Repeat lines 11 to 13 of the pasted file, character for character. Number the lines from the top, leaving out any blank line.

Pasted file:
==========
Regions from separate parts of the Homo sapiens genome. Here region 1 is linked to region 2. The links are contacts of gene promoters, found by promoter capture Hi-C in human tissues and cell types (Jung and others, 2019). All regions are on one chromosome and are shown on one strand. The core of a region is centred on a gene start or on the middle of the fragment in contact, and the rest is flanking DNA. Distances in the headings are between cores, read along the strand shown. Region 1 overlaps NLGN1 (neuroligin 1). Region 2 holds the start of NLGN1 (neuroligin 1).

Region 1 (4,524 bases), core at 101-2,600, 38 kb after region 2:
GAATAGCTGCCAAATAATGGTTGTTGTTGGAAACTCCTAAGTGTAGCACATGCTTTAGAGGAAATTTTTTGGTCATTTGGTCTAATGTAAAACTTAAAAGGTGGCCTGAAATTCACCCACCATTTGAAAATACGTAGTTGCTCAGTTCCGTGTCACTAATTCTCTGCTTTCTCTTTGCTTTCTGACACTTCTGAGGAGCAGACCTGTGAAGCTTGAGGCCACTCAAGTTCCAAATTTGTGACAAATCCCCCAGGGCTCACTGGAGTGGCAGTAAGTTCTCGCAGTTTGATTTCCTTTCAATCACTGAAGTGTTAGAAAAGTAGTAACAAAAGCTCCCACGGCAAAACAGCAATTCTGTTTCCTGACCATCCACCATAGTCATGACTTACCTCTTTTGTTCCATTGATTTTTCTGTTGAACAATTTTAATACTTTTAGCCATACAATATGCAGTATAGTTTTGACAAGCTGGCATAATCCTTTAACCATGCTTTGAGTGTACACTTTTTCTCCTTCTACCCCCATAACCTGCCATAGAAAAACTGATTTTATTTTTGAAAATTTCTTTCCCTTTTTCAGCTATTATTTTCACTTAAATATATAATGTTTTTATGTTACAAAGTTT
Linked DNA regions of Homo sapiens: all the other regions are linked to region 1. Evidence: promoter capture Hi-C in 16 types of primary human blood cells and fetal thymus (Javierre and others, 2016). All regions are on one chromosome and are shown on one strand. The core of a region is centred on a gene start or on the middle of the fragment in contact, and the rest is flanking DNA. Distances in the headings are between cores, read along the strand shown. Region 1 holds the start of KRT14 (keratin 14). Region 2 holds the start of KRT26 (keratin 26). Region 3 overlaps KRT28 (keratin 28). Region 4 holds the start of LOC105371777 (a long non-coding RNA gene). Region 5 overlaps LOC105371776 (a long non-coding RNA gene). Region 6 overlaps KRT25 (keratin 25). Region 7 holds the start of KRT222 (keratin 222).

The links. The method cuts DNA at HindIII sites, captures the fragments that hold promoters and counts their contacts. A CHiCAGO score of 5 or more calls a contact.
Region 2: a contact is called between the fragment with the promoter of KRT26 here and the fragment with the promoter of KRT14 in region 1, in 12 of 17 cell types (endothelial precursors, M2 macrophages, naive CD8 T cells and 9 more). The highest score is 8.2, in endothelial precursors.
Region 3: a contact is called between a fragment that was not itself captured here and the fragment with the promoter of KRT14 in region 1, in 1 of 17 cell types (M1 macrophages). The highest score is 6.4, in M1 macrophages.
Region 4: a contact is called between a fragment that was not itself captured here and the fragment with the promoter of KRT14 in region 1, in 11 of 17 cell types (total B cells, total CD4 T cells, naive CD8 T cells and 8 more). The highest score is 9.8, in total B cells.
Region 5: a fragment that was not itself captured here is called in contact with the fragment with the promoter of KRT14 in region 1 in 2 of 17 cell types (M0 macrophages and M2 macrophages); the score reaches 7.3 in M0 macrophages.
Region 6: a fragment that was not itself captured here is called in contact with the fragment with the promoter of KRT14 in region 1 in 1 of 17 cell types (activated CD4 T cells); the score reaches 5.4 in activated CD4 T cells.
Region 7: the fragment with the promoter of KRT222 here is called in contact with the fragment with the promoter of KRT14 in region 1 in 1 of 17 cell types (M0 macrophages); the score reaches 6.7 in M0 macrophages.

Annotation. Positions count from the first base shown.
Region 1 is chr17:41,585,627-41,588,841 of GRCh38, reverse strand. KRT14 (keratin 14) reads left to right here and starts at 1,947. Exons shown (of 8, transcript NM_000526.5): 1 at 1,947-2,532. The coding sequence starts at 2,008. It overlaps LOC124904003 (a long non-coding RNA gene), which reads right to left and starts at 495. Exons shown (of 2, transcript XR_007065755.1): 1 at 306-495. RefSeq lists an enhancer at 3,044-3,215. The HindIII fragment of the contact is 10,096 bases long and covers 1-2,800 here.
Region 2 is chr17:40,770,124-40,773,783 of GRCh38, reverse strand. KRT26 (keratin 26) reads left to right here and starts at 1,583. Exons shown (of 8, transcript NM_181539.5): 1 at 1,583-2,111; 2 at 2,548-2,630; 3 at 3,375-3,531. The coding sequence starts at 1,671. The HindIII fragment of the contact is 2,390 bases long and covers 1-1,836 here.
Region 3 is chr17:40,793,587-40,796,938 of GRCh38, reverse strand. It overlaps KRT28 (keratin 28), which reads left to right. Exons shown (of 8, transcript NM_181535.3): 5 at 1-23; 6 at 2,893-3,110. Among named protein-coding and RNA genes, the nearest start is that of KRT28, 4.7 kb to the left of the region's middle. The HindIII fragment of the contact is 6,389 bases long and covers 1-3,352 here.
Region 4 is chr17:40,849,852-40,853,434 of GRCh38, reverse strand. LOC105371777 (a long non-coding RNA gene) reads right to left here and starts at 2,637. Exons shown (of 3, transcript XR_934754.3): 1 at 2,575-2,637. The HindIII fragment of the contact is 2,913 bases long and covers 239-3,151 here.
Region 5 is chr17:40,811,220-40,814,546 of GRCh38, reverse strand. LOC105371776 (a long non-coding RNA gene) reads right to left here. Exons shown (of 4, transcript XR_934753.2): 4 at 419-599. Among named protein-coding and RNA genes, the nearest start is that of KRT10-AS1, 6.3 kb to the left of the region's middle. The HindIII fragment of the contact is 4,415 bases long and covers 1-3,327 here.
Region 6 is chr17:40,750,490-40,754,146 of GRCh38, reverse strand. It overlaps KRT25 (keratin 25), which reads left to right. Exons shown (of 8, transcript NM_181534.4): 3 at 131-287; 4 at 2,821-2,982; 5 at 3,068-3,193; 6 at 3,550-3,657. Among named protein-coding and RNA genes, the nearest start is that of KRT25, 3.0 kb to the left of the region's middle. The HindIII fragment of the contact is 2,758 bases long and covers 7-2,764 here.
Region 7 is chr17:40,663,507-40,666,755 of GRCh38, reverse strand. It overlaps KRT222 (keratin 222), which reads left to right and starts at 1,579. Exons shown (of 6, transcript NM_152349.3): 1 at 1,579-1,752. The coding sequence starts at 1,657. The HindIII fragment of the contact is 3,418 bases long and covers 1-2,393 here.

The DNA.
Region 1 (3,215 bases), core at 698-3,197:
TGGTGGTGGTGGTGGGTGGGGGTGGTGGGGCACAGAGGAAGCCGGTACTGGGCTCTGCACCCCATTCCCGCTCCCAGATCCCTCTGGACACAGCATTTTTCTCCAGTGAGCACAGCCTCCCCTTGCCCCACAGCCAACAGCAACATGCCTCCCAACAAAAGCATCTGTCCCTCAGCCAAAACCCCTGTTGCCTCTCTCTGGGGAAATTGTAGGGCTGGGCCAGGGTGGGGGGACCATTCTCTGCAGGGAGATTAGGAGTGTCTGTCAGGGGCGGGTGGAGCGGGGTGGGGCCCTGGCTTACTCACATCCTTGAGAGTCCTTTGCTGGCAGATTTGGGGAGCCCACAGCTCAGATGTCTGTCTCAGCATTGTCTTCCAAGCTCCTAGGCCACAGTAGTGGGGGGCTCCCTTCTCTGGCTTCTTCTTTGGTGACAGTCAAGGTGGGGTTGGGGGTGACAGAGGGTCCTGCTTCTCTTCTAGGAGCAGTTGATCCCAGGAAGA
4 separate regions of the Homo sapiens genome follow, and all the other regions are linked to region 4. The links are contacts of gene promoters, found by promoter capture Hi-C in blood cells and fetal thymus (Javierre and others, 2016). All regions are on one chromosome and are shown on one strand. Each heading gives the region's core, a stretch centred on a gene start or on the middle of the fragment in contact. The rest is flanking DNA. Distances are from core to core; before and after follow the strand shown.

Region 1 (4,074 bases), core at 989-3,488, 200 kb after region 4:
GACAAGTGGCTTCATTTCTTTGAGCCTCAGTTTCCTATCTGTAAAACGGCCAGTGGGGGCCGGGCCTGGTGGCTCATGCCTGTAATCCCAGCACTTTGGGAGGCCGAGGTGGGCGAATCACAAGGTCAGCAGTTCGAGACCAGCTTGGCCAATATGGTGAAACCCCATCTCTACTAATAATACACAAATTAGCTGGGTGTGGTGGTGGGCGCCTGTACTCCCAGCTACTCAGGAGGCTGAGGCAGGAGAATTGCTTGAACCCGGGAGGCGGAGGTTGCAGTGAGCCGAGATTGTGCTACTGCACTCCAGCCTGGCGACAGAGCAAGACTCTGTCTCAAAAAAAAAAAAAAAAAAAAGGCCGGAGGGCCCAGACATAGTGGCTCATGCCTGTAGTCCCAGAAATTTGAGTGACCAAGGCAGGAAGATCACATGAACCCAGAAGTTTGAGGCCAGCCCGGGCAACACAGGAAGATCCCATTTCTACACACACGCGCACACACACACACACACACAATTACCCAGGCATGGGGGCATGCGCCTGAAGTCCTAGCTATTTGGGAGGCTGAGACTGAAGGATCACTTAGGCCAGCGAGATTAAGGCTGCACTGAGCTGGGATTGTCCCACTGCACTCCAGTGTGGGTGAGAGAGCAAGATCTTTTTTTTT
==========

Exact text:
Region 7: the fragment with the promoter of KRT222 here is called in contact with the fragment with the promoter of KRT14 in region 1 in 1 of 17 cell types (M0 macrophages); the score reaches 6.7 in M0 macrophages.

Annotation. Positions count from the first base shown.
Region 1 is chr17:41,585,627-41,588,841 of GRCh38, reverse strand. KRT14 (keratin 14) reads left to right here and starts at 1,947. Exons shown (of 8, transcript NM_000526.5): 1 at 1,947-2,532. The coding sequence starts at 2,008. It overlaps LOC124904003 (a long non-coding RNA gene), which reads right to left and starts at 495. Exons shown (of 2, transcript XR_007065755.1): 1 at 306-495. RefSeq lists an enhancer at 3,044-3,215. The HindIII fragment of the contact is 10,096 bases long and covers 1-2,800 here.